June 8, 1831

A man should never be ashamed to own he has been in the wrong, which is but saying in other words, that he is wiser to-day than he was yesterday.

Symmes’s Ghost. The doctrine of John Cleves Symmes, that the Earth is hollow is not exploded. The Portsmouth Journal states that it yet lives and improves, in the essays of a correspondent of the Gardiner (Me.) Intelligencer. According to the improved theory, the interior is not only habitable, but uninhabited—and, then, as the Polar Ice and White Bears make the entrance somewhat hazardous, he has recourse to a miracle in order to get the people in and another to get them out.

June 3, 1859

Back Again. The company of a dozen or more from Castine, that left this city in the Sanford in March last, intending to visit Pike’s Peak, have all returned. They are convinced that it is an exceedingly difficult road to travel, with nothing but desert country at the end of it. Some of the company that returned by the Daniel Webster, on Tuesday, report themselves as being amply satisfied with their explorations, having seen the entire elephant, and are now willing to stay at home. The whole thing seems to have been a combination to get men out there, skin them of what they might have, and send them home. The persons referred to state that after leaving St. Joseph, the further they went the less they heard about gold, until, at Fort Kearney, three hundred miles this side of the Peak, they concluded to turn back.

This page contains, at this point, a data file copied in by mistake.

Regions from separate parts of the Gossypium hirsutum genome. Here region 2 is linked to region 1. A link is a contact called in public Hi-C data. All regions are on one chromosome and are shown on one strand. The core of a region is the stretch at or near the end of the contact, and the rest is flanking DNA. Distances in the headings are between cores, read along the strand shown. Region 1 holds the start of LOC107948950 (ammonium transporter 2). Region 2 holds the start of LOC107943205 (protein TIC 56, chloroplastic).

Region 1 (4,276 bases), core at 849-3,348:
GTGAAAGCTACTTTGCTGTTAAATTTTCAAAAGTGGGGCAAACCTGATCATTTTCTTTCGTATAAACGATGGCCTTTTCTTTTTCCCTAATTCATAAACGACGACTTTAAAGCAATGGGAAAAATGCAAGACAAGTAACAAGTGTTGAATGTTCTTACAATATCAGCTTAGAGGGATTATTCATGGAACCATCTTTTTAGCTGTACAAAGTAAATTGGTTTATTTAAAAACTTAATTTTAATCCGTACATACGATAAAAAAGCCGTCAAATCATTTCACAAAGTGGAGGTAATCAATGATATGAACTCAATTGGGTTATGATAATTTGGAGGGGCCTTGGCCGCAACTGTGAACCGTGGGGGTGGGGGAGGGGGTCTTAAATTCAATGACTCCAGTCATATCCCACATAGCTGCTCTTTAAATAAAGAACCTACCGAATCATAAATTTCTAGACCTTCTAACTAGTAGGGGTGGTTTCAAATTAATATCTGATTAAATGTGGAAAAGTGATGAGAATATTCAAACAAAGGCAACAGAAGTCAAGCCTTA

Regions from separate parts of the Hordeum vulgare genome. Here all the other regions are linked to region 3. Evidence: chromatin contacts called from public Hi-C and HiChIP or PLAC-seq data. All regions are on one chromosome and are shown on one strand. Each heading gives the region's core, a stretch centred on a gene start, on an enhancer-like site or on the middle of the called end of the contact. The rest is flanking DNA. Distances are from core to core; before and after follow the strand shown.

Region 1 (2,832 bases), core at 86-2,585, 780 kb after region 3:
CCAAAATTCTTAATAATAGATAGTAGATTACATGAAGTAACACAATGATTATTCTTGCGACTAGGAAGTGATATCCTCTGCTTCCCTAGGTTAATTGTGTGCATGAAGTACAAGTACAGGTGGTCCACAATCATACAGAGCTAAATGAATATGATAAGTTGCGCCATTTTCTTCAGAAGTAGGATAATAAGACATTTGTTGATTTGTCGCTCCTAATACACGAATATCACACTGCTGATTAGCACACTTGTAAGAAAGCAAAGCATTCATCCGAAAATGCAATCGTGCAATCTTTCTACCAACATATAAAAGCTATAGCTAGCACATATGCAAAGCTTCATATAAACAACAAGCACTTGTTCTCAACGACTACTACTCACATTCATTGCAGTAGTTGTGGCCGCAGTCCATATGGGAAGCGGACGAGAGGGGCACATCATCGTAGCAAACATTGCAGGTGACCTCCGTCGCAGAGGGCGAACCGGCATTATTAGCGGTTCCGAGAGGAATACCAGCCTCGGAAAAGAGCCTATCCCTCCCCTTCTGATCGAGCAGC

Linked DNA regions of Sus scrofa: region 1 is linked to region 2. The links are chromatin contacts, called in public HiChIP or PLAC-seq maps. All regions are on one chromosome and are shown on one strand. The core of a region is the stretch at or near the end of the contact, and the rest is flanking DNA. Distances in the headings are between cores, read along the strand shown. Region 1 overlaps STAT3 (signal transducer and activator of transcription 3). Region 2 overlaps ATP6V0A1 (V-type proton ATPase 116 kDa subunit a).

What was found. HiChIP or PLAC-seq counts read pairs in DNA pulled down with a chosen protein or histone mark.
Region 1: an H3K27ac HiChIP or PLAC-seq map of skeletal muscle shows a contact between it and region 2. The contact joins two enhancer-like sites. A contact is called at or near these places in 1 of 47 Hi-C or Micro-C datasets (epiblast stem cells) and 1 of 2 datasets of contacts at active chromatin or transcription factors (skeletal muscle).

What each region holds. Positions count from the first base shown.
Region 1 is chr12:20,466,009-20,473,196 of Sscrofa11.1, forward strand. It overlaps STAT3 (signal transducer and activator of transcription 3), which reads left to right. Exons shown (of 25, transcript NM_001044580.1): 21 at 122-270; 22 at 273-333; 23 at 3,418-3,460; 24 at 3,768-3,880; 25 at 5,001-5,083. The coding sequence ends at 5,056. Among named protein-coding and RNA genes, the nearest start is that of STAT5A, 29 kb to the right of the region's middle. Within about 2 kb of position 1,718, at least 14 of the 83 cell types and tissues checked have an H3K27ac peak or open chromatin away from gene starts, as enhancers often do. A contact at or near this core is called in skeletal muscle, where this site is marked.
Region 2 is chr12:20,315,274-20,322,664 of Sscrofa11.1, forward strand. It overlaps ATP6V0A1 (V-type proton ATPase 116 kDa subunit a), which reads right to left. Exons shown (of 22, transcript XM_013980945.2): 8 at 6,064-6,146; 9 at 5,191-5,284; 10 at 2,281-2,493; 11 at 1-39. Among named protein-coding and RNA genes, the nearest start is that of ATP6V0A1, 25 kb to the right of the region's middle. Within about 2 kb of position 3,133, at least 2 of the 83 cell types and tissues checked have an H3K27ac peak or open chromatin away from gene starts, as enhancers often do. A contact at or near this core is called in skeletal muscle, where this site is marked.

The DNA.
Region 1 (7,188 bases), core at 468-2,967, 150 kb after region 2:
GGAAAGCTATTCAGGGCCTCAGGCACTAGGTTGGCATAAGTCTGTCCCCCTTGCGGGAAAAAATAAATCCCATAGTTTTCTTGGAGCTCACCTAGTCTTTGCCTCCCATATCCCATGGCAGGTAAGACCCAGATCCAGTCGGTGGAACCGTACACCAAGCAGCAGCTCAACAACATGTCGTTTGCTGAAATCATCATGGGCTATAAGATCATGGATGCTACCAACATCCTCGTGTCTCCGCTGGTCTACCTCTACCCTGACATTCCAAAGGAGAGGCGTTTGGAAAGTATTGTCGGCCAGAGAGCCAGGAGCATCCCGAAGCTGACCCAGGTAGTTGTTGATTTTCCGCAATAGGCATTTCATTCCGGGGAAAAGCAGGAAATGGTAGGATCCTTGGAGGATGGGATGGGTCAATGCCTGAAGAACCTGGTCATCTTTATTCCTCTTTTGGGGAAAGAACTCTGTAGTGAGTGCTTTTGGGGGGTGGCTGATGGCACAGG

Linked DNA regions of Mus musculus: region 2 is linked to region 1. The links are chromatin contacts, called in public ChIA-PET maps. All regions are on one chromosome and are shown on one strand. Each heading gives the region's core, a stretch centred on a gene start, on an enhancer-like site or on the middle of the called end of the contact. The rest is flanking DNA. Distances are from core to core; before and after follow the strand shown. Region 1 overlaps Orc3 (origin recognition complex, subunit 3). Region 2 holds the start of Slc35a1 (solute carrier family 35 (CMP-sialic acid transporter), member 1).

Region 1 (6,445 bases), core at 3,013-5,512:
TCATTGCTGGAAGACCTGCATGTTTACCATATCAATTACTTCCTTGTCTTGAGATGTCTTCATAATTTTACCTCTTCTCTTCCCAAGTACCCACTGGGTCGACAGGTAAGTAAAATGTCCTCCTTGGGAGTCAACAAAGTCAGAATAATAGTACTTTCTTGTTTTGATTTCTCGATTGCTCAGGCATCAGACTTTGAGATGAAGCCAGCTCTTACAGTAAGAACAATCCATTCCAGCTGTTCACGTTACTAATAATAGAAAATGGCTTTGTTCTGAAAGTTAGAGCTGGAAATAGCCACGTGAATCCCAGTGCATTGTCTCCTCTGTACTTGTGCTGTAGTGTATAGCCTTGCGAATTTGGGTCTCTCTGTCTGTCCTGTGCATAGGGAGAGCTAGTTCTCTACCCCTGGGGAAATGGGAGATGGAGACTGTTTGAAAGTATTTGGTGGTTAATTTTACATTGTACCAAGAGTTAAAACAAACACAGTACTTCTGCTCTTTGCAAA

June 8, 1871

The traders on Main street don’t approve of the yellow loam with which the street is being rounded up. Dry weather will turn it to fine dust, and high winds will deposit it in the adjoining stores. The old practice of keeping the street up with beach gravel can scarcely be improved upon.

The sprinkler cart is out and doing good service. Possibly it may overcome the street commissioner’s yellow snuff on Main street.

June 5, 1902

Augustus Clark received a barrel of molasses direct from Cuba Tuesday, a reminder of the days when merchants all along the coast received large cargoes from that island.

Mrs. Ezekiel Small has at her house in East Belfast a barrel in which pork was salted every year from 1776 to 1895. The barrel is in good condition, the staves and head are very thick, and it is a peculiar shape, being much larger at the bottom than at the top.

June 5, 1919

The adorning of certain poles in Belfast and vicinity with blue bands flanked with narrow white bands at top and bottom has been the subject of much inquiry. These signs were so placed by the Maine Automobile Association, painted under their direction and indicate that Belfast is on the line of the Atlantic Trail, the highway used by the Maine automobilist in going from Portsmouth to Calais. Other markings used in different parts of the State indicate other highways and are of great aid to travellers.

Compiled from archival holdings by Sharon Pietryka, Reference & Special Collections Librarian at the Belfast Free Library.